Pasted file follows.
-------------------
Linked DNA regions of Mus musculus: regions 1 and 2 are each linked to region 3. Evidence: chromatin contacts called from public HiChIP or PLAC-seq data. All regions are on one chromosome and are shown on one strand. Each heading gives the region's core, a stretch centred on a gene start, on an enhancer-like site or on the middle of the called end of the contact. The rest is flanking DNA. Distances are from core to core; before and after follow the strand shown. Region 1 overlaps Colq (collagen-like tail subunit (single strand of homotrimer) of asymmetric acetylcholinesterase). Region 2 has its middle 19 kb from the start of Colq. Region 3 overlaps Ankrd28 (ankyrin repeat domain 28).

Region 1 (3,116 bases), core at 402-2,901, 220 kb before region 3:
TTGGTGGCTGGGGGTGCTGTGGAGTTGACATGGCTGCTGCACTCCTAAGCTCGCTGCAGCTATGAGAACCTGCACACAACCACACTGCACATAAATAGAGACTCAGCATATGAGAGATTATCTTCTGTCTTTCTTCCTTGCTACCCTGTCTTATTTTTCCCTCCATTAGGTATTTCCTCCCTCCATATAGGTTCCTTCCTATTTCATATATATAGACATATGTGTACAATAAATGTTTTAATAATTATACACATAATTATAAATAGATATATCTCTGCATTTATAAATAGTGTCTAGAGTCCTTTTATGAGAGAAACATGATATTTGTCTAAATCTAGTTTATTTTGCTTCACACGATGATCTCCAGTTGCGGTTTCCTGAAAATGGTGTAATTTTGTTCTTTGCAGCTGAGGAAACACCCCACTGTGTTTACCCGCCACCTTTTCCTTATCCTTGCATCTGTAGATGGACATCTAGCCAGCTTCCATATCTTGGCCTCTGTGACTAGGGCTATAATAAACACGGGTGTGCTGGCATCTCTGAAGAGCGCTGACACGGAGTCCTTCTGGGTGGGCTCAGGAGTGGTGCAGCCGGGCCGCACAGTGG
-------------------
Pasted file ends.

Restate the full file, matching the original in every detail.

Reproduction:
Linked DNA regions of Mus musculus: regions 1 and 2 are each linked to region 3. Evidence: chromatin contacts called from public HiChIP or PLAC-seq data. All regions are on one chromosome and are shown on one strand. Each heading gives the region's core, a stretch centred on a gene start, on an enhancer-like site or on the middle of the called end of the contact. The rest is flanking DNA. Distances are from core to core; before and after follow the strand shown. Region 1 overlaps Colq (collagen-like tail subunit (single strand of homotrimer) of asymmetric acetylcholinesterase). Region 2 has its middle 19 kb from the start of Colq. Region 3 overlaps Ankrd28 (ankyrin repeat domain 28).

Region 1 (3,116 bases), core at 402-2,901, 220 kb before region 3:
TTGGTGGCTGGGGGTGCTGTGGAGTTGACATGGCTGCTGCACTCCTAAGCTCGCTGCAGCTATGAGAACCTGCACACAACCACACTGCACATAAATAGAGACTCAGCATATGAGAGATTATCTTCTGTCTTTCTTCCTTGCTACCCTGTCTTATTTTTCCCTCCATTAGGTATTTCCTCCCTCCATATAGGTTCCTTCCTATTTCATATATATAGACATATGTGTACAATAAATGTTTTAATAATTATACACATAATTATAAATAGATATATCTCTGCATTTATAAATAGTGTCTAGAGTCCTTTTATGAGAGAAACATGATATTTGTCTAAATCTAGTTTATTTTGCTTCACACGATGATCTCCAGTTGCGGTTTCCTGAAAATGGTGTAATTTTGTTCTTTGCAGCTGAGGAAACACCCCACTGTGTTTACCCGCCACCTTTTCCTTATCCTTGCATCTGTAGATGGACATCTAGCCAGCTTCCATATCTTGGCCTCTGTGACTAGGGCTATAATAAACACGGGTGTGCTGGCATCTCTGAAGAGCGCTGACACGGAGTCCTTCTGGGTGGGCTCAGGAGTGGTGCAGCCGGGCCGCACAGTGG